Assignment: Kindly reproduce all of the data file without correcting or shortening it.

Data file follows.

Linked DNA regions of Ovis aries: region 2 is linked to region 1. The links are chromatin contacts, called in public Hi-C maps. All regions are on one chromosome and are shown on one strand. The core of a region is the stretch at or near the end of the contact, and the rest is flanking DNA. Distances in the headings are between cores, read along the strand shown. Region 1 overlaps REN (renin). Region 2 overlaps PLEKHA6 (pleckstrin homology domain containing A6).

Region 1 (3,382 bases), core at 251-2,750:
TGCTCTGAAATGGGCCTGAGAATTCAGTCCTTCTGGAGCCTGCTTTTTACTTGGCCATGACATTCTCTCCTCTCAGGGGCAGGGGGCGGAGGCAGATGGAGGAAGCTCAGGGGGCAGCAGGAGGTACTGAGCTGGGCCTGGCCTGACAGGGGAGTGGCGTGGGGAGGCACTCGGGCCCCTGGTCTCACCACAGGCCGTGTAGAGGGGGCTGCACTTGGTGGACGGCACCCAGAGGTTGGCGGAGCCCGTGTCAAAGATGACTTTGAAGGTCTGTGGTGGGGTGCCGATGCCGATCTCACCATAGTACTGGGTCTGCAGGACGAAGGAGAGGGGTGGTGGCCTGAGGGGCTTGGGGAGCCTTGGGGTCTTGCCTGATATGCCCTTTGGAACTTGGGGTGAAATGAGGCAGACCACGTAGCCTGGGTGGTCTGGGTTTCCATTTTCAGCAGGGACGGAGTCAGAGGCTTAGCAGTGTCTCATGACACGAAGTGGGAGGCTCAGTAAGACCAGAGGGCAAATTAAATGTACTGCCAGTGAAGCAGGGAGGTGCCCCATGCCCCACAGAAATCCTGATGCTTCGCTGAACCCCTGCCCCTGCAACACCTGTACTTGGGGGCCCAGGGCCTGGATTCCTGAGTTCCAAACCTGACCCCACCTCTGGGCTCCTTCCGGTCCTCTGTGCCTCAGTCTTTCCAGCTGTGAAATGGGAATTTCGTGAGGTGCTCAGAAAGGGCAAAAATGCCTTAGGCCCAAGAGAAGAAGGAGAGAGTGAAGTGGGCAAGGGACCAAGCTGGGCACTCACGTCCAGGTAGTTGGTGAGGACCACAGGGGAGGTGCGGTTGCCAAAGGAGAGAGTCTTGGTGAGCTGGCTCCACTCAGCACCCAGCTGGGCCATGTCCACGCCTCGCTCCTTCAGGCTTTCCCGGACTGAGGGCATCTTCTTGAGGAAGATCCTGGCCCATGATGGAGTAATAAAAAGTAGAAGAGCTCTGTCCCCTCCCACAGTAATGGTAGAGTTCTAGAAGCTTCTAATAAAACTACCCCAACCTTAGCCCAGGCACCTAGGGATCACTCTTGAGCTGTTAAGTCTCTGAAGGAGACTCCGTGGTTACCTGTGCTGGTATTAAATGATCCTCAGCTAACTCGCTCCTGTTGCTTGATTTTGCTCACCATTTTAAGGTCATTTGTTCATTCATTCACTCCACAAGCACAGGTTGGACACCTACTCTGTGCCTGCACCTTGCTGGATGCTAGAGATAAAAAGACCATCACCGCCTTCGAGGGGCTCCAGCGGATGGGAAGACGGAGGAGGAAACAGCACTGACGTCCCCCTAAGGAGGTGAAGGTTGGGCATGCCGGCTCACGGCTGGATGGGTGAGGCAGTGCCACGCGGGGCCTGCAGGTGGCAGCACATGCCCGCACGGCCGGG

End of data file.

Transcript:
Linked DNA regions of Ovis aries: region 2 is linked to region 1. The links are chromatin contacts, called in public Hi-C maps. All regions are on one chromosome and are shown on one strand. The core of a region is the stretch at or near the end of the contact, and the rest is flanking DNA. Distances in the headings are between cores, read along the strand shown. Region 1 overlaps REN (renin). Region 2 overlaps PLEKHA6 (pleckstrin homology domain containing A6).

Region 1 (3,382 bases), core at 251-2,750:
TGCTCTGAAATGGGCCTGAGAATTCAGTCCTTCTGGAGCCTGCTTTTTACTTGGCCATGACATTCTCTCCTCTCAGGGGCAGGGGGCGGAGGCAGATGGAGGAAGCTCAGGGGGCAGCAGGAGGTACTGAGCTGGGCCTGGCCTGACAGGGGAGTGGCGTGGGGAGGCACTCGGGCCCCTGGTCTCACCACAGGCCGTGTAGAGGGGGCTGCACTTGGTGGACGGCACCCAGAGGTTGGCGGAGCCCGTGTCAAAGATGACTTTGAAGGTCTGTGGTGGGGTGCCGATGCCGATCTCACCATAGTACTGGGTCTGCAGGACGAAGGAGAGGGGTGGTGGCCTGAGGGGCTTGGGGAGCCTTGGGGTCTTGCCTGATATGCCCTTTGGAACTTGGGGTGAAATGAGGCAGACCACGTAGCCTGGGTGGTCTGGGTTTCCATTTTCAGCAGGGACGGAGTCAGAGGCTTAGCAGTGTCTCATGACACGAAGTGGGAGGCTCAGTAAGACCAGAGGGCAAATTAAATGTACTGCCAGTGAAGCAGGGAGGTGCCCCATGCCCCACAGAAATCCTGATGCTTCGCTGAACCCCTGCCCCTGCAACACCTGTACTTGGGGGCCCAGGGCCTGGATTCCTGAGTTCCAAACCTGACCCCACCTCTGGGCTCCTTCCGGTCCTCTGTGCCTCAGTCTTTCCAGCTGTGAAATGGGAATTTCGTGAGGTGCTCAGAAAGGGCAAAAATGCCTTAGGCCCAAGAGAAGAAGGAGAGAGTGAAGTGGGCAAGGGACCAAGCTGGGCACTCACGTCCAGGTAGTTGGTGAGGACCACAGGGGAGGTGCGGTTGCCAAAGGAGAGAGTCTTGGTGAGCTGGCTCCACTCAGCACCCAGCTGGGCCATGTCCACGCCTCGCTCCTTCAGGCTTTCCCGGACTGAGGGCATCTTCTTGAGGAAGATCCTGGCCCATGATGGAGTAATAAAAAGTAGAAGAGCTCTGTCCCCTCCCACAGTAATGGTAGAGTTCTAGAAGCTTCTAATAAAACTACCCCAACCTTAGCCCAGGCACCTAGGGATCACTCTTGAGCTGTTAAGTCTCTGAAGGAGACTCCGTGGTTACCTGTGCTGGTATTAAATGATCCTCAGCTAACTCGCTCCTGTTGCTTGATTTTGCTCACCATTTTAAGGTCATTTGTTCATTCATTCACTCCACAAGCACAGGTTGGACACCTACTCTGTGCCTGCACCTTGCTGGATGCTAGAGATAAAAAGACCATCACCGCCTTCGAGGGGCTCCAGCGGATGGGAAGACGGAGGAGGAAACAGCACTGACGTCCCCCTAAGGAGGTGAAGGTTGGGCATGCCGGCTCACGGCTGGATGGGTGAGGCAGTGCCACGCGGGGCCTGCAGGTGGCAGCACATGCCCGCACGGCCGGG